One of the items displayed in the exhibition was a collection of translations of Lewis Carroll’s Through the Looking-Glass, and What Alice Found There, his 1871 sequel to Alice’s Adventures in Wonderland. Alice is a popular topic in Oxford, as Carroll himself was a scholar in Maths at Christ Church College. The daughter of the Dean of Christ Church at the time, Alice Liddell, is said to be the original Alice who inspired Carroll’s stories.

Illustration by John Tenniel

In this sequel, Alice goes through the looking-glass, or mirror, in her sitting room to find an alternative world on the other side, a world a bit like our own but also a bit different. While exploring this world she comes across a looking-glass book, a book where the words are written backwards and need to be read in a mirror. The text that she reads is the poem ‘Jabberwocky’.

You might have come across this poem before as it has taken on a life of its own outside of Carroll’s novel. The poem recounts the adventure of a warrior who slays the fearsome beast, the Jabberwock. But the intriguing thing about the text is that it is written in nonsense: half the words were invented by Carroll.

Of course, this poses something of a problem if we’re thinking about translating the text, because how can we go about translating words that are made up? Because Carroll invented these words, no dictionary definition of them exists, and meaning can therefore be elusive. Take the second word of the poem, for example, ‘brillig’ – does this mean brilliant, bright, murky, rainy, cold, a particular time of day, or something else entirely?

Nonetheless, lots of translators have risen to this challenge, creating versions of ‘Jabberwocky’ in other languages which are just as playful as the original English. We might even approach the translation of a text like this as an opportunity to have some fun with the translation process: if meaning is not fixed, perhaps as translators this is a chance to focus on other elements of the text, such as rhyme, rhythm, or onomatopoeia. Take a look at the resource we’ve linked to below for more ideas about translating ‘Jabberwocky’. Perhaps even have a go yourself at translating the poem yourself – it could be frabjously good fun!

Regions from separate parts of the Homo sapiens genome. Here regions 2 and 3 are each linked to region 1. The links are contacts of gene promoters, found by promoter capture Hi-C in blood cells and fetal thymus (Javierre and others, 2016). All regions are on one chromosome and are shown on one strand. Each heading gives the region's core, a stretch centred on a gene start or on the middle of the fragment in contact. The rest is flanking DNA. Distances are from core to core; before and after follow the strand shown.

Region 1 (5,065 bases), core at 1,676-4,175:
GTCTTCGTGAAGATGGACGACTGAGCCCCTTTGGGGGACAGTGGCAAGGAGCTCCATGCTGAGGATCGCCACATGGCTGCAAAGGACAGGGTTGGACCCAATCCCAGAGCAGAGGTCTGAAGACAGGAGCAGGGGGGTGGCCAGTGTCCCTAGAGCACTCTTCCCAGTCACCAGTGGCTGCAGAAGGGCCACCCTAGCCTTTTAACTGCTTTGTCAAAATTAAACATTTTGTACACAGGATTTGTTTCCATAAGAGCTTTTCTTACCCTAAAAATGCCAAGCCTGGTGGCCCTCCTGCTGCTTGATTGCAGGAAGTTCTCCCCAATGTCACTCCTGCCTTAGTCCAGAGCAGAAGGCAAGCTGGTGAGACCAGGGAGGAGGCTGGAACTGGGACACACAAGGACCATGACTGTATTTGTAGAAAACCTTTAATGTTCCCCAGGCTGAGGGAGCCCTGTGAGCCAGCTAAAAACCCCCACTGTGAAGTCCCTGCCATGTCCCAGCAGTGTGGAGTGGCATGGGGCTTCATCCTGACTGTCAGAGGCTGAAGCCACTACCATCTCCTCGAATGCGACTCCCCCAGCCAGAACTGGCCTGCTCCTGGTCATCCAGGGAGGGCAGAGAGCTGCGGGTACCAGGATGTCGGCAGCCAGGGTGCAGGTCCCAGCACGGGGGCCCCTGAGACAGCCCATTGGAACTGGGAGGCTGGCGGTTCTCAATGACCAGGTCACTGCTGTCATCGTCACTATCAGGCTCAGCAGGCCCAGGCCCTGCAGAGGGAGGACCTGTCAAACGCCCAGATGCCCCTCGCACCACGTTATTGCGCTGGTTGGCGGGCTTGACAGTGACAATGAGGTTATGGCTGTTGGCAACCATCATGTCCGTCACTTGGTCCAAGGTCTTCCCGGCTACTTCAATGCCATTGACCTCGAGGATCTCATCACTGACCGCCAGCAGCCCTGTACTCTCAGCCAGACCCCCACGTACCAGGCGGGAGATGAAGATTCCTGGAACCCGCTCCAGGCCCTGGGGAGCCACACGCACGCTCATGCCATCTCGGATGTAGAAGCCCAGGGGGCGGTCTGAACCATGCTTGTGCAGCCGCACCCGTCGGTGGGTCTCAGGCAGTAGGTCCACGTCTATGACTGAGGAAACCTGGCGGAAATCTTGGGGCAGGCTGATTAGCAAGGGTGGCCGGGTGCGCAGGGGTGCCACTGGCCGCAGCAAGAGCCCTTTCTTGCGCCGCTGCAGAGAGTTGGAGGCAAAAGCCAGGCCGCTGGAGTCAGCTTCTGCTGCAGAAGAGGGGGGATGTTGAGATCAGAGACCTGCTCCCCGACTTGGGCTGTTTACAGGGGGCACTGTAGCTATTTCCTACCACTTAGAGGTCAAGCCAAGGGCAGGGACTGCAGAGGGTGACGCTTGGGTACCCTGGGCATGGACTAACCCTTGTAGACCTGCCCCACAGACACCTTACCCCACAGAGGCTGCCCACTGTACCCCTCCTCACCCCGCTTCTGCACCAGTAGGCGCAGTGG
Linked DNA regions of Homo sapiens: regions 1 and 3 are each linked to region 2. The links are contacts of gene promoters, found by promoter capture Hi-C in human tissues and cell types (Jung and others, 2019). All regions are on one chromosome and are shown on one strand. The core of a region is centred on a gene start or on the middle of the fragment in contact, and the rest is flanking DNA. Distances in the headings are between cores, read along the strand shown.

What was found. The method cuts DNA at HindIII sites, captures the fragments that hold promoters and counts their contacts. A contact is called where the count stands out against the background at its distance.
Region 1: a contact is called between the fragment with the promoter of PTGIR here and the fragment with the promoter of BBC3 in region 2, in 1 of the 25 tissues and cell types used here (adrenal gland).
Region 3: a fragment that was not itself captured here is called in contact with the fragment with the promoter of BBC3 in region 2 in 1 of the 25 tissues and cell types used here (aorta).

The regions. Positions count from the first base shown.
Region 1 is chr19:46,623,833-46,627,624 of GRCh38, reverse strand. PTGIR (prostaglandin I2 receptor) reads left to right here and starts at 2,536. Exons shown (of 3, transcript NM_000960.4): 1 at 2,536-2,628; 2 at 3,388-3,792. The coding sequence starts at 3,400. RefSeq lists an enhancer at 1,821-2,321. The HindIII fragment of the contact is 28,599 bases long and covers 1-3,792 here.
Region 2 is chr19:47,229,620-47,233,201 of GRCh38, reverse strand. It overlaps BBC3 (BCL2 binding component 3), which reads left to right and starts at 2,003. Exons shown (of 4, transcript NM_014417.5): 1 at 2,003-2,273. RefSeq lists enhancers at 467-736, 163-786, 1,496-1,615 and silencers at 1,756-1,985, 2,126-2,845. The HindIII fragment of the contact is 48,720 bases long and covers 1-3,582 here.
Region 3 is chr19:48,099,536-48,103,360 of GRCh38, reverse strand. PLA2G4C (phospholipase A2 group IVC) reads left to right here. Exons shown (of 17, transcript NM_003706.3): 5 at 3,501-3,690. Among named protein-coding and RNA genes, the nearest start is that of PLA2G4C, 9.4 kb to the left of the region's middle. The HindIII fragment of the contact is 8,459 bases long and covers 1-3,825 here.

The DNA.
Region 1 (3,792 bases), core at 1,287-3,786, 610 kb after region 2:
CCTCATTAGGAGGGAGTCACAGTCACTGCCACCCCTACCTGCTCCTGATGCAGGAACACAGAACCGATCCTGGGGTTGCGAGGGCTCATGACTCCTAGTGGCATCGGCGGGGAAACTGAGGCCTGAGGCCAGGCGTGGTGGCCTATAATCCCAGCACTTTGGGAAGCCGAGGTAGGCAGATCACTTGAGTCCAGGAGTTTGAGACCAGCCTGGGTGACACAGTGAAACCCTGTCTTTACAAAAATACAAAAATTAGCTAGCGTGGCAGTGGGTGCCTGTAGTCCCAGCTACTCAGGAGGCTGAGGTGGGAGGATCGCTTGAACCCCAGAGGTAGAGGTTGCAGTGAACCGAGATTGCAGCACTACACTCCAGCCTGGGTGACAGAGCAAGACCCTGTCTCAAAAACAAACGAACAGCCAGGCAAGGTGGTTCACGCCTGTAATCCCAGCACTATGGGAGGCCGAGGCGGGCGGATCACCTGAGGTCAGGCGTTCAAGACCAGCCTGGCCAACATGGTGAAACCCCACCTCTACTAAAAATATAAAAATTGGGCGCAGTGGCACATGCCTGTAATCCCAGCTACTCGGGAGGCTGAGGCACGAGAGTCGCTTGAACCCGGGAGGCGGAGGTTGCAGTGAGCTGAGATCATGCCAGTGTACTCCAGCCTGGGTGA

Click here for the worksheet.

Why should we read translated texts?

This week, we’re back to the Linguamania podcast, produced by the Creative Multilingualism research programme. The third episode in the podcast series explores the question ‘Why should we read translated texts?’ and features two of our brilliant Modern Languages tutors: Prof. Jane Hiddleston, Tutor in French at Exeter College, and Dr Laura Lonsdale, Tutor in Spanish at Queen’s College.

In this episode of LinguaMania, we’re exploring what we lose or gain when we read a translated book. Are we missing something by reading the English translation and not the original language version? Or can the translation process enhance the text in some way? Jane Hiddleston and Laura Lonsdale from the University of Oxford discuss these questions and also look at what fiction and translation can tell us about how languages blend with one another and interact.

Listen to the podcast below or peruse the full transcript here.

Mapping Jane Eyres across the world

This post was originally published on the Creative Multilingualism blog. Creative Multilingualism is a four-year AHRC-funded programme investigating the interconnection between linguistic diversity and creativity.  Regular readers of Adventures on the Bookshelf will remember Prof. Matthew Reynolds’s earlier post about translations of Jane Eyre. In this post, Prof. Reynolds talks about the process of mapping different translations of the novel.

In April, Prismatic Translation’s  Associated Researcher in Digital Humanities, Giovanni Pietro Vitali, stayed in Oxford to work with me on mapping the global diffusion of translations of Jane Eyre. Giovanni Pietro’s trajectory has taken him from Pisa to Perugia, Nancy and Leipzig (where he trained in Digital Humanities); he is now a Marie Curie Fellow attached to Cork, Reading, and NYU.

Mapping Jane Eyre’s translations is a challenge, on several fronts. First, where do you locate a translation on a map? It will have been done by a translator in a certain place, or places; but then it may have been published somewhere else; and it can be read wherever there is a reader who understands its language – which is, in many cases, pretty much anywhere.

Usually, we can find no information about where a translation has been written (often translations are anonymous). We don’t want to attach the translations to particular nation states, because languages don’t correspond to nation states: think of the many languages spoken in India (or indeed the UK), or the many states that have Spanish, French or Portuguese as official languages. So we have opted for the place of publication – not endeavouring to put boundaries around the territory inhabited by a translation, but showing the point from which it came out into the world.